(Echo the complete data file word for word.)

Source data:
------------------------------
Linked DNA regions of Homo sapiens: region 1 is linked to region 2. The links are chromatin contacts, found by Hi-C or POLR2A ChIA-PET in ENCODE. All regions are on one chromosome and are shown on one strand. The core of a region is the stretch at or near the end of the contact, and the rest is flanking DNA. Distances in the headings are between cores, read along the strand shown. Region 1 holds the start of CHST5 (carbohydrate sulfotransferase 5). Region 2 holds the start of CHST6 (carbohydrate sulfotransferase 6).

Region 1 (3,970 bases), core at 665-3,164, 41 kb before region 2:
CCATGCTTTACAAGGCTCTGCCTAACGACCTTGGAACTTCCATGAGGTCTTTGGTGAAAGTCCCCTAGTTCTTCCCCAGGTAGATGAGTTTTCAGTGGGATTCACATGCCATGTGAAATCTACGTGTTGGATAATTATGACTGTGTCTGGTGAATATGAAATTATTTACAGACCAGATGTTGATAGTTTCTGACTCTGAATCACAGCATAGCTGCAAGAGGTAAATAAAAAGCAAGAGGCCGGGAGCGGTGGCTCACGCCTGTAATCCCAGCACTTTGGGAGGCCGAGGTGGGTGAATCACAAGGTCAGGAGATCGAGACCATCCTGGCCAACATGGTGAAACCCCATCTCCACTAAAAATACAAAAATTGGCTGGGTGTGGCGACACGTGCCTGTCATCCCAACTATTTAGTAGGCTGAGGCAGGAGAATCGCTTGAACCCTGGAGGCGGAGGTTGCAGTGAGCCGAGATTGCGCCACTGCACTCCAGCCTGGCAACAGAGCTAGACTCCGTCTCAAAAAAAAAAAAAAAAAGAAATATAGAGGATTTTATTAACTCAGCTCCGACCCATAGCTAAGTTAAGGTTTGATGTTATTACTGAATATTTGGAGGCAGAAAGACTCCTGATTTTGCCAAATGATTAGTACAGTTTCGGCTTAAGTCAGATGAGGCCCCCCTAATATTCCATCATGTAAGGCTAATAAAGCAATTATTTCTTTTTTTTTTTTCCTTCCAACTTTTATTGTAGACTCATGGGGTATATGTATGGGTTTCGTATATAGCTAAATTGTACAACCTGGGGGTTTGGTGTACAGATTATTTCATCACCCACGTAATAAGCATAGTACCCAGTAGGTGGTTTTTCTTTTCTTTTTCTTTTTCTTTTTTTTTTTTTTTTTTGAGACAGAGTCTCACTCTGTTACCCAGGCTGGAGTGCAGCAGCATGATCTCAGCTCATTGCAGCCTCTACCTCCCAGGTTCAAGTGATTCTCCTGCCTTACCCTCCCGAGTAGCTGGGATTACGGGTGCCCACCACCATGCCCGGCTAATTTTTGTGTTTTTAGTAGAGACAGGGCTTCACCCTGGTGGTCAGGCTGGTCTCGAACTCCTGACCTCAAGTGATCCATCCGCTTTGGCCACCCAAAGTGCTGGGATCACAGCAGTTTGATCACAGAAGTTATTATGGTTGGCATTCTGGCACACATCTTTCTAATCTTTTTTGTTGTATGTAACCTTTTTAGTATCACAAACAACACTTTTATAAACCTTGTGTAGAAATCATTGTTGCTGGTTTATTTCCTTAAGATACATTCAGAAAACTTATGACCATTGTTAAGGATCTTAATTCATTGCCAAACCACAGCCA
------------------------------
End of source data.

Linked DNA regions of Homo sapiens: region 1 is linked to region 2. The links are chromatin contacts, found by Hi-C or POLR2A ChIA-PET in ENCODE. All regions are on one chromosome and are shown on one strand. The core of a region is the stretch at or near the end of the contact, and the rest is flanking DNA. Distances in the headings are between cores, read along the strand shown. Region 1 holds the start of CHST5 (carbohydrate sulfotransferase 5). Region 2 holds the start of CHST6 (carbohydrate sulfotransferase 6).

Region 1 (3,970 bases), core at 665-3,164, 41 kb before region 2:
CCATGCTTTACAAGGCTCTGCCTAACGACCTTGGAACTTCCATGAGGTCTTTGGTGAAAGTCCCCTAGTTCTTCCCCAGGTAGATGAGTTTTCAGTGGGATTCACATGCCATGTGAAATCTACGTGTTGGATAATTATGACTGTGTCTGGTGAATATGAAATTATTTACAGACCAGATGTTGATAGTTTCTGACTCTGAATCACAGCATAGCTGCAAGAGGTAAATAAAAAGCAAGAGGCCGGGAGCGGTGGCTCACGCCTGTAATCCCAGCACTTTGGGAGGCCGAGGTGGGTGAATCACAAGGTCAGGAGATCGAGACCATCCTGGCCAACATGGTGAAACCCCATCTCCACTAAAAATACAAAAATTGGCTGGGTGTGGCGACACGTGCCTGTCATCCCAACTATTTAGTAGGCTGAGGCAGGAGAATCGCTTGAACCCTGGAGGCGGAGGTTGCAGTGAGCCGAGATTGCGCCACTGCACTCCAGCCTGGCAACAGAGCTAGACTCCGTCTCAAAAAAAAAAAAAAAAAGAAATATAGAGGATTTTATTAACTCAGCTCCGACCCATAGCTAAGTTAAGGTTTGATGTTATTACTGAATATTTGGAGGCAGAAAGACTCCTGATTTTGCCAAATGATTAGTACAGTTTCGGCTTAAGTCAGATGAGGCCCCCCTAATATTCCATCATGTAAGGCTAATAAAGCAATTATTTCTTTTTTTTTTTTCCTTCCAACTTTTATTGTAGACTCATGGGGTATATGTATGGGTTTCGTATATAGCTAAATTGTACAACCTGGGGGTTTGGTGTACAGATTATTTCATCACCCACGTAATAAGCATAGTACCCAGTAGGTGGTTTTTCTTTTCTTTTTCTTTTTCTTTTTTTTTTTTTTTTTTGAGACAGAGTCTCACTCTGTTACCCAGGCTGGAGTGCAGCAGCATGATCTCAGCTCATTGCAGCCTCTACCTCCCAGGTTCAAGTGATTCTCCTGCCTTACCCTCCCGAGTAGCTGGGATTACGGGTGCCCACCACCATGCCCGGCTAATTTTTGTGTTTTTAGTAGAGACAGGGCTTCACCCTGGTGGTCAGGCTGGTCTCGAACTCCTGACCTCAAGTGATCCATCCGCTTTGGCCACCCAAAGTGCTGGGATCACAGCAGTTTGATCACAGAAGTTATTATGGTTGGCATTCTGGCACACATCTTTCTAATCTTTTTTGTTGTATGTAACCTTTTTAGTATCACAAACAACACTTTTATAAACCTTGTGTAGAAATCATTGTTGCTGGTTTATTTCCTTAAGATACATTCAGAAAACTTATGACCATTGTTAAGGATCTTAATTCATTGCCAAACCACAGCCA